- It's a story of two quarterbacks for the Monday Night Football matchup between the Saints and the Panthers—Drew Brees, who has pinpoint precision and mechanics, and Cam Newton, who's big and strong but lacks refinement.
Three things you need to know before the Saints visit the Panthers for a NFC South clash on Monday Night Football...
1. These teams offer a stark reminder that precision accuracy is the most important trait for a quarterback. Pocket presence, field-reading, play-extending—none of it matters if a quarterback can’t put the ball where he wants. Drew Brees is having the best season of his illustrious career because his precision accuracy is almost perfect. New Orleans’s offense is so dangerous because its receivers don’t have to be completely open to make a catch. Cam Newton, on the other hand, is a picture of uneven throwing. He is tough in the pocket and dangerous on the move, and this season he’s mostly reading the field as sharply as he ever has. But still, Newton is the league’s 17th-rated passer because inconsistent footwork and mechanics make him wild and high on a handful of throws each game.
2. Don’t be surprised if the Saints blitz a little more than usual Monday night. On third downs, and especially in the red zone, the Saints like to rush three and drop eight men into Cover 2, usually with defensive end Cam Jordan as an add-in underneath pass defender. But Cam Newton is a big, strong mover, and he doesn’t fret when holding the ball longer like many quarterbacks would. At times last season, he hurt New Orleans’s eight-man coverages late in the down. Over the years, Newton has looked uncomfortable when extra defenders rush, and right now Carolina’s offensive line, particularly left tackle Chris Clark, is struggling in pass protection. Blitzing would force Clark and others to sustain blocks one-on-one.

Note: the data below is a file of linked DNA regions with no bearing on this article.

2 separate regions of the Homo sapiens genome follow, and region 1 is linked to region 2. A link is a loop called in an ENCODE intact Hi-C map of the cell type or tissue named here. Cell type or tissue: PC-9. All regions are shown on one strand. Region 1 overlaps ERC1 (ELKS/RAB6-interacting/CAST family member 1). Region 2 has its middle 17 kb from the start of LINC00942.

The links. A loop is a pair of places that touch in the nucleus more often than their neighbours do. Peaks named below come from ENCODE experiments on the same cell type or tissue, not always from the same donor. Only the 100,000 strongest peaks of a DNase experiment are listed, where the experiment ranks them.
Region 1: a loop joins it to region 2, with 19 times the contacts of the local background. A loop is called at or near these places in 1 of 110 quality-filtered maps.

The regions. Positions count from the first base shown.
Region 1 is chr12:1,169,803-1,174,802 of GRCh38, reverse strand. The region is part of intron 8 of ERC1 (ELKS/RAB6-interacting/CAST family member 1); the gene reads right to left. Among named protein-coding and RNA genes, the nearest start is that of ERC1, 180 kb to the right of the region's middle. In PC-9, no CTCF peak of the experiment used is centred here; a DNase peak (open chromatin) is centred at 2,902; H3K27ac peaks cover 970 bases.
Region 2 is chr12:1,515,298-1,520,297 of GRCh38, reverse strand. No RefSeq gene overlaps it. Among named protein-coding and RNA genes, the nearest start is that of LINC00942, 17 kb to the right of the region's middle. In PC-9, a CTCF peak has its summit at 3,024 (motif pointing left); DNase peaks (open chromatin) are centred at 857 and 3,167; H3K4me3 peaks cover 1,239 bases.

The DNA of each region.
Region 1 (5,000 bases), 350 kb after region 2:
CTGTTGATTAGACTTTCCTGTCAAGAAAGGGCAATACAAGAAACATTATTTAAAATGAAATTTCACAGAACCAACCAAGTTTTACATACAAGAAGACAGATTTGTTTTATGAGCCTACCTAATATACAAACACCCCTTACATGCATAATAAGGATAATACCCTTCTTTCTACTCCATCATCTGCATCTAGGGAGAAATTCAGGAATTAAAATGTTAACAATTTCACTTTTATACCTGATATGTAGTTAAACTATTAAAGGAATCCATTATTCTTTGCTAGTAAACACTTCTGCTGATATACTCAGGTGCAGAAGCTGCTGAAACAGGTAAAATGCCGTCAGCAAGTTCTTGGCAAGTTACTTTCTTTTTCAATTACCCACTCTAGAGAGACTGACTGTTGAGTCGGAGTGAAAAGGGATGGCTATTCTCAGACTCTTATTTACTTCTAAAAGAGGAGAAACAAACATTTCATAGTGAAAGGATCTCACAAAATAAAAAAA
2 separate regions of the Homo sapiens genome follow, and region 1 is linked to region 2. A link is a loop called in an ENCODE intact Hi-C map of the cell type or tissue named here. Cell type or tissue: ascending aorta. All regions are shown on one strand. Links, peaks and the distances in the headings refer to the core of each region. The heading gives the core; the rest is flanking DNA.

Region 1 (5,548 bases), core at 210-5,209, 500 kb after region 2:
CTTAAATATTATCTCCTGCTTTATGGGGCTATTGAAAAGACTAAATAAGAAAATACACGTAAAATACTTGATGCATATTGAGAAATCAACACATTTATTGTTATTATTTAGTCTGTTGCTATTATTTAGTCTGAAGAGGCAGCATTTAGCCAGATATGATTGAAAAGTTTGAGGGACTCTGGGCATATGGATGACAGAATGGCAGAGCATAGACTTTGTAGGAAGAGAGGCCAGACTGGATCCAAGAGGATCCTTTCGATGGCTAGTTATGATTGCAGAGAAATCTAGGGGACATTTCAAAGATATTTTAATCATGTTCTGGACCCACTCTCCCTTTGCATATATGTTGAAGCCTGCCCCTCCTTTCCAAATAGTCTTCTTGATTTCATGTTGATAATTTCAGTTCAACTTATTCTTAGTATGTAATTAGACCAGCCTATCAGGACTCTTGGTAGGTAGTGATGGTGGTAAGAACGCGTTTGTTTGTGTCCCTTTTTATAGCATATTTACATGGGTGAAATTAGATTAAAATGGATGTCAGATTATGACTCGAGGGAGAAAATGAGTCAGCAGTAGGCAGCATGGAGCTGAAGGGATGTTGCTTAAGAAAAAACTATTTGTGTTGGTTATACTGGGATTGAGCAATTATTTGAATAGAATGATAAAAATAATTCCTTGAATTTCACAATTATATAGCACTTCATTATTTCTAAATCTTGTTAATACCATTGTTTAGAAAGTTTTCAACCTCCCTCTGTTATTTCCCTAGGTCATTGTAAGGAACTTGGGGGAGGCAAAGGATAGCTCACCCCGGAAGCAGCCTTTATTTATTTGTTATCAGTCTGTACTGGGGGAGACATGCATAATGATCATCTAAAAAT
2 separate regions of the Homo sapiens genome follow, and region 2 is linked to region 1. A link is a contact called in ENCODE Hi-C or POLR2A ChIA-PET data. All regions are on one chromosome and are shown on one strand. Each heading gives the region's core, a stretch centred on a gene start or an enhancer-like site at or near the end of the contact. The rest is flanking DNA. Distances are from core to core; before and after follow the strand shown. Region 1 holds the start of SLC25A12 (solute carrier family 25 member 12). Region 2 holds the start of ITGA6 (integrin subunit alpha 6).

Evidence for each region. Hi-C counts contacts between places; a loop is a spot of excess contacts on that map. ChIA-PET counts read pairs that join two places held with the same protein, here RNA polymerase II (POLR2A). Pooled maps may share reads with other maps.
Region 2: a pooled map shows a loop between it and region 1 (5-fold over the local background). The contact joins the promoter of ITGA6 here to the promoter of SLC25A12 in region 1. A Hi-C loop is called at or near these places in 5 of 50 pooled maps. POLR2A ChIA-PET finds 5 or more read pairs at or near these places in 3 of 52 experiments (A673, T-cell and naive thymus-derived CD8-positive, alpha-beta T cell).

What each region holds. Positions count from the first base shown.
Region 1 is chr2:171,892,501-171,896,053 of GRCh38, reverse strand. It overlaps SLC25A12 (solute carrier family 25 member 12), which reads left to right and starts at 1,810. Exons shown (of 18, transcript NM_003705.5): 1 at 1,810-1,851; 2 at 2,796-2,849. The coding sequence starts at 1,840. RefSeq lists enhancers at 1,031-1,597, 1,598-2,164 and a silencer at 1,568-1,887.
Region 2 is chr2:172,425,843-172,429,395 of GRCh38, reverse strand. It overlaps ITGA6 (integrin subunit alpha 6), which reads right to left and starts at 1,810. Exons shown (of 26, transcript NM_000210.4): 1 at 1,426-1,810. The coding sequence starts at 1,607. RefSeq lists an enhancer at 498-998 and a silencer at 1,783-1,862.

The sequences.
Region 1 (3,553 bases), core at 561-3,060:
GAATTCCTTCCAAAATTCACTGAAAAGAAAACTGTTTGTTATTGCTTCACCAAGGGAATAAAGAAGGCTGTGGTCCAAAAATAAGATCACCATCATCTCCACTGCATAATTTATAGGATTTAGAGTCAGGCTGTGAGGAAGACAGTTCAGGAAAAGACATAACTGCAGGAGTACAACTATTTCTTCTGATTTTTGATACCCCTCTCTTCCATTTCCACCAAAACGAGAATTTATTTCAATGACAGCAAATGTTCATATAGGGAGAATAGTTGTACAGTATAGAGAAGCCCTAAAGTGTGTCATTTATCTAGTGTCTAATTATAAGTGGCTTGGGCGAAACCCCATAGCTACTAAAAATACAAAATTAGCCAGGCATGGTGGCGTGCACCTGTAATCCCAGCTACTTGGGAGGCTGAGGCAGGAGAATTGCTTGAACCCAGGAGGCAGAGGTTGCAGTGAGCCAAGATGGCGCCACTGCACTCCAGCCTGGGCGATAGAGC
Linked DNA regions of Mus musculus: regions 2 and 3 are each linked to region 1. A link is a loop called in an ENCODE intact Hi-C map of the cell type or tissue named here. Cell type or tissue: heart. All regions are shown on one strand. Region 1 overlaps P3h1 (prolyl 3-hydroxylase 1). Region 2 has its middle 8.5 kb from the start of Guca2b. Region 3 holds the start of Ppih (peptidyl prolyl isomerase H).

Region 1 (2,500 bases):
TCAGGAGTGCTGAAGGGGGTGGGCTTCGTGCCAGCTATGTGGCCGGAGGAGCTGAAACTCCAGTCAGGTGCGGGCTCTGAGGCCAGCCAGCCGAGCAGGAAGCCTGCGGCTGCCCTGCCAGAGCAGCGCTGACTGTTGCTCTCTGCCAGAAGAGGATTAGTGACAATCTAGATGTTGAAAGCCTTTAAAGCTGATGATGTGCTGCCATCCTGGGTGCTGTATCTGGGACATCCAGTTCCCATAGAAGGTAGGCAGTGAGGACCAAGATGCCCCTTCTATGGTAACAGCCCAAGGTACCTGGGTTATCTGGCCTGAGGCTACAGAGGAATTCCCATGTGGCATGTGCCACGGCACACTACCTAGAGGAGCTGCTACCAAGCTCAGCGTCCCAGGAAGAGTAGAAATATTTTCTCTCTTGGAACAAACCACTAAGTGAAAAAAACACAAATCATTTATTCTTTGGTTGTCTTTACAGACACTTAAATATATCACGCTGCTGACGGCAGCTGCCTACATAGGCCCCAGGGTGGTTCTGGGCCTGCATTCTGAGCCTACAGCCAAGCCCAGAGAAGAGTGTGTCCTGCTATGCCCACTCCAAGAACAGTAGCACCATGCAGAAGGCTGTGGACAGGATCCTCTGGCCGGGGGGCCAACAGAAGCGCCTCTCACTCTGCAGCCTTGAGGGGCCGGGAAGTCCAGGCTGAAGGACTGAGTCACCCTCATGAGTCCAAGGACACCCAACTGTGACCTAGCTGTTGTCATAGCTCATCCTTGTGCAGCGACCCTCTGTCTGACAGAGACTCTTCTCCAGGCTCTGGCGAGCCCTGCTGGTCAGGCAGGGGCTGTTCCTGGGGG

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3. A fun debate with no wrong answer: which running back would you rather have, Alvin Kamara or Christian McCaffrey? Both of these offenses go through these remarkably similar second-year scat backs. The vote here is Kamara because his balance and strength on contact is a little firmer, plus he plays a tick faster than McCaffrey. The argument for McCaffrey, however, is simple yet strong: he has played 97.5% of Carolina’s snaps, while Kamara, in games where Mark Ingram has been available, has played 59% of New Orleans’s snaps.
Bold Prediction: The Saints will attack struggling second-round rookie corner Donte Jackson deep at least three times, including early in the game. Look for Tre’Quan Smith to line up across from Jackson.